Irish Court rules that Subway bread isn’t bread

An Irish court has ruled that Subway’s loaves of “so-called” bread contain too much sugar to legally classify as bread.

Something about culinary arguments brings out a joyous passion in people, as we found out earlier this year with an argument over the validity of boneless wings. Whether we are arguing about pineapple on pizza or whether a quesadilla is a sandwich, people get fired up.

In today’s latest development, an Irish court has ruled that the delicious outer layer of a Subway sandwich is, in fact, not technically bread.

Subway's Bread
Photo: Sahil Patel

In a judgment passed down on September 29th, the court ruled that the bread in Subway sandwiches contains too much sugar to be officially classified as bread.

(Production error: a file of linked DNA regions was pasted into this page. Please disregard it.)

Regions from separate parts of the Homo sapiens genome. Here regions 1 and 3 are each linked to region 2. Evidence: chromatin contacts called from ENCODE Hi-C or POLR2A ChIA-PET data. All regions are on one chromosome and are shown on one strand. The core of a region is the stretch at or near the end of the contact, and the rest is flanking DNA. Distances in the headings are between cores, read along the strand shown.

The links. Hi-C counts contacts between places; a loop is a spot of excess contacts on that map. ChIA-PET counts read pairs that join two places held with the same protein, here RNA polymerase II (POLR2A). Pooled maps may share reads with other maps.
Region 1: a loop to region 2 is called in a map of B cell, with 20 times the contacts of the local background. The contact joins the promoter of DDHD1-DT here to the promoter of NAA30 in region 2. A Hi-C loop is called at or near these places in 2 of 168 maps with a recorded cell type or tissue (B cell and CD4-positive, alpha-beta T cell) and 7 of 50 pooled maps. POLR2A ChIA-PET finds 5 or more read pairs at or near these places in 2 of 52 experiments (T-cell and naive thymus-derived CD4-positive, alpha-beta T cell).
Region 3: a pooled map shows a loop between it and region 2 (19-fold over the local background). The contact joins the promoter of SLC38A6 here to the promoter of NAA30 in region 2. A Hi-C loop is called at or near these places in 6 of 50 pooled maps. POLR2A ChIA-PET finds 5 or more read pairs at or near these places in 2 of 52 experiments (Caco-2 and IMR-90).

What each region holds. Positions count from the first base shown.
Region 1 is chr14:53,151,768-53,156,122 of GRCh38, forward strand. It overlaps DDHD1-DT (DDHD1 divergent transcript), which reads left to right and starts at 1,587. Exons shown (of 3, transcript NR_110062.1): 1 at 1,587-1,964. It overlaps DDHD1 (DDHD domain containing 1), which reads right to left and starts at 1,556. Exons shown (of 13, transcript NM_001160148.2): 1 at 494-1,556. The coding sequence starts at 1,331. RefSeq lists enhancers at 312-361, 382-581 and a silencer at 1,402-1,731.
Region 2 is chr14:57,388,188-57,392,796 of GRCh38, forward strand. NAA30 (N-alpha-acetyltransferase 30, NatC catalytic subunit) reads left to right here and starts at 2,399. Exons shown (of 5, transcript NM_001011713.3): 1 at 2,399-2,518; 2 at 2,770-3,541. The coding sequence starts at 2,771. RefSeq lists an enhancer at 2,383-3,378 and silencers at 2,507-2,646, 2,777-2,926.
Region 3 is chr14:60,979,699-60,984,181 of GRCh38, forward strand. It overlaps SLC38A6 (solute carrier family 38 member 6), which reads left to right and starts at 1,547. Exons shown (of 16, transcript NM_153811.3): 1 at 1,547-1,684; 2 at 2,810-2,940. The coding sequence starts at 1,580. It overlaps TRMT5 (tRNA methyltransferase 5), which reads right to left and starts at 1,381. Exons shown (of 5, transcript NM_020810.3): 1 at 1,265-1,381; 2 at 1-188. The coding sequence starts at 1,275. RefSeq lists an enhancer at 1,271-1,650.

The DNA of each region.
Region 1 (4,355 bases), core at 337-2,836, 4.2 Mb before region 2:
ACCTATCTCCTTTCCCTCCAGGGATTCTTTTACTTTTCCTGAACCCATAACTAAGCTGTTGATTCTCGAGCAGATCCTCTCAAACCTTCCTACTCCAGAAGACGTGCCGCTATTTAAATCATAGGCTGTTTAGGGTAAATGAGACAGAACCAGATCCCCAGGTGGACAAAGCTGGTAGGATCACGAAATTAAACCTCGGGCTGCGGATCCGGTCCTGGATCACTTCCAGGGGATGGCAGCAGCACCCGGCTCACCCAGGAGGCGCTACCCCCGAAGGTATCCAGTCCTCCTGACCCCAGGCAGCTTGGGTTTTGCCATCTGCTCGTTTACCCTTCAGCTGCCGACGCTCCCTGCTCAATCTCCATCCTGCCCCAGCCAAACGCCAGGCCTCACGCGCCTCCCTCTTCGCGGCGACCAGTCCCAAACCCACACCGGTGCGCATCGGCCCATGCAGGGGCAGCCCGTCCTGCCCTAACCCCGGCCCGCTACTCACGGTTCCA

In the court’s ruling, they specified that bread was “fat, sugar, and bread improver… [and it] shall not exceed 2 per cent of the weight of flour included in the dough.” Turns out that Subway’s bread exceeds this by a long shot, with their dough consisting of 10 per cent sugar.

The case was brought to the court by Subway’s Irish franchisee Bookfinders, who were appealing to have Subway’s bread exempt from VAT (the Irish equivalent of Australia’s GST).

The ruling follows a case in February of this year, ruling that food VAT rates could not be applied to aphrodisiacs and libido-stimulating pills at UK sex shops, as they did not provide the body with nutrients and were, therefore, not classified as food.

The questions this all begs is if Subway bread is, in fact, not bread, what is it? Cake? Or is it now a beast of its own, undefined by conventional food standards, existing only to encase meatballs and smell delicious.